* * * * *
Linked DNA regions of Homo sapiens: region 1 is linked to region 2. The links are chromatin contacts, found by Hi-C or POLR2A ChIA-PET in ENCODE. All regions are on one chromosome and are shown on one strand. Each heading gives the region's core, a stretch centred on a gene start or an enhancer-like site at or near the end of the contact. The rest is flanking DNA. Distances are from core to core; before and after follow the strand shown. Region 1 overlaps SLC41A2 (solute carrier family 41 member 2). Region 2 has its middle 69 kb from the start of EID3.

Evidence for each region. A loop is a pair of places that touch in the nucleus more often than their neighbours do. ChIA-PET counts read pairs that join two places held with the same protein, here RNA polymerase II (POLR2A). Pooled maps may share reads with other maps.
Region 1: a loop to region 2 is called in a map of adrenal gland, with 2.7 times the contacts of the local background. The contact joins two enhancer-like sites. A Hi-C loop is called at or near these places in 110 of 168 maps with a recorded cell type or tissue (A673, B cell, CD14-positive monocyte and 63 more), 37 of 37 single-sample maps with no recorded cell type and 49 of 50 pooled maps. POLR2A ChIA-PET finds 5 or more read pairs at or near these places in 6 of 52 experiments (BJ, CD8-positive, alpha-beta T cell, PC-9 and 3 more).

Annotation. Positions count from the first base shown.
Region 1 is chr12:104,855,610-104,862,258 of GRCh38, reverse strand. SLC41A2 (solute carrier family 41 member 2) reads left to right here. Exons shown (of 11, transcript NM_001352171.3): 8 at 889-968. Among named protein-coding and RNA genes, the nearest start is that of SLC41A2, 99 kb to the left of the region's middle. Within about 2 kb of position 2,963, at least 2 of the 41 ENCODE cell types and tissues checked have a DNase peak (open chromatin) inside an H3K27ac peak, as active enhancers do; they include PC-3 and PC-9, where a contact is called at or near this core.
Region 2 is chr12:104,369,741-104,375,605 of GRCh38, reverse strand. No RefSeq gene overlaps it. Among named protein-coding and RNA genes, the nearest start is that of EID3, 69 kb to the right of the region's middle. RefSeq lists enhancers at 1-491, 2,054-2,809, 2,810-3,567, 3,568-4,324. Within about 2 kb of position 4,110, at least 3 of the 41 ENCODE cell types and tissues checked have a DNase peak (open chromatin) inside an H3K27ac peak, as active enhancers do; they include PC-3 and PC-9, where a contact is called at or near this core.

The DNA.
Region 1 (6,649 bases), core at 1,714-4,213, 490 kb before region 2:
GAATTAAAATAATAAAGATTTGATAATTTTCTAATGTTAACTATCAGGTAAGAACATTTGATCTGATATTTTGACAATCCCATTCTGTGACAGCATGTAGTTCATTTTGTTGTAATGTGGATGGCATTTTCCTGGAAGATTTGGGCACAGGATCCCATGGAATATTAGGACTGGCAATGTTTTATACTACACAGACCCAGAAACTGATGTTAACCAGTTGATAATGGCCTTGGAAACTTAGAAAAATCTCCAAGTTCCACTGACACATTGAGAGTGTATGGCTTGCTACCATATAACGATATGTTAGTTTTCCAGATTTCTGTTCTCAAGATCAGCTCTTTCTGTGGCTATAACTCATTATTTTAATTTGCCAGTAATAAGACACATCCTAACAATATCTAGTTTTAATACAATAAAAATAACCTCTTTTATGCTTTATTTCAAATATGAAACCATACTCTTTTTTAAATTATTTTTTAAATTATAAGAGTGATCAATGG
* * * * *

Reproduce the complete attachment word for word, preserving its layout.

Linked DNA regions of Homo sapiens: region 1 is linked to region 2. The links are chromatin contacts, found by Hi-C or POLR2A ChIA-PET in ENCODE. All regions are on one chromosome and are shown on one strand. Each heading gives the region's core, a stretch centred on a gene start or an enhancer-like site at or near the end of the contact. The rest is flanking DNA. Distances are from core to core; before and after follow the strand shown. Region 1 overlaps SLC41A2 (solute carrier family 41 member 2). Region 2 has its middle 69 kb from the start of EID3.

Evidence for each region. A loop is a pair of places that touch in the nucleus more often than their neighbours do. ChIA-PET counts read pairs that join two places held with the same protein, here RNA polymerase II (POLR2A). Pooled maps may share reads with other maps.
Region 1: a loop to region 2 is called in a map of adrenal gland, with 2.7 times the contacts of the local background. The contact joins two enhancer-like sites. A Hi-C loop is called at or near these places in 110 of 168 maps with a recorded cell type or tissue (A673, B cell, CD14-positive monocyte and 63 more), 37 of 37 single-sample maps with no recorded cell type and 49 of 50 pooled maps. POLR2A ChIA-PET finds 5 or more read pairs at or near these places in 6 of 52 experiments (BJ, CD8-positive, alpha-beta T cell, PC-9 and 3 more).

Annotation. Positions count from the first base shown.
Region 1 is chr12:104,855,610-104,862,258 of GRCh38, reverse strand. SLC41A2 (solute carrier family 41 member 2) reads left to right here. Exons shown (of 11, transcript NM_001352171.3): 8 at 889-968. Among named protein-coding and RNA genes, the nearest start is that of SLC41A2, 99 kb to the left of the region's middle. Within about 2 kb of position 2,963, at least 2 of the 41 ENCODE cell types and tissues checked have a DNase peak (open chromatin) inside an H3K27ac peak, as active enhancers do; they include PC-3 and PC-9, where a contact is called at or near this core.
Region 2 is chr12:104,369,741-104,375,605 of GRCh38, reverse strand. No RefSeq gene overlaps it. Among named protein-coding and RNA genes, the nearest start is that of EID3, 69 kb to the right of the region's middle. RefSeq lists enhancers at 1-491, 2,054-2,809, 2,810-3,567, 3,568-4,324. Within about 2 kb of position 4,110, at least 3 of the 41 ENCODE cell types and tissues checked have a DNase peak (open chromatin) inside an H3K27ac peak, as active enhancers do; they include PC-3 and PC-9, where a contact is called at or near this core.

The DNA.
Region 1 (6,649 bases), core at 1,714-4,213, 490 kb before region 2:
GAATTAAAATAATAAAGATTTGATAATTTTCTAATGTTAACTATCAGGTAAGAACATTTGATCTGATATTTTGACAATCCCATTCTGTGACAGCATGTAGTTCATTTTGTTGTAATGTGGATGGCATTTTCCTGGAAGATTTGGGCACAGGATCCCATGGAATATTAGGACTGGCAATGTTTTATACTACACAGACCCAGAAACTGATGTTAACCAGTTGATAATGGCCTTGGAAACTTAGAAAAATCTCCAAGTTCCACTGACACATTGAGAGTGTATGGCTTGCTACCATATAACGATATGTTAGTTTTCCAGATTTCTGTTCTCAAGATCAGCTCTTTCTGTGGCTATAACTCATTATTTTAATTTGCCAGTAATAAGACACATCCTAACAATATCTAGTTTTAATACAATAAAAATAACCTCTTTTATGCTTTATTTCAAATATGAAACCATACTCTTTTTTAAATTATTTTTTAAATTATAAGAGTGATCAATGG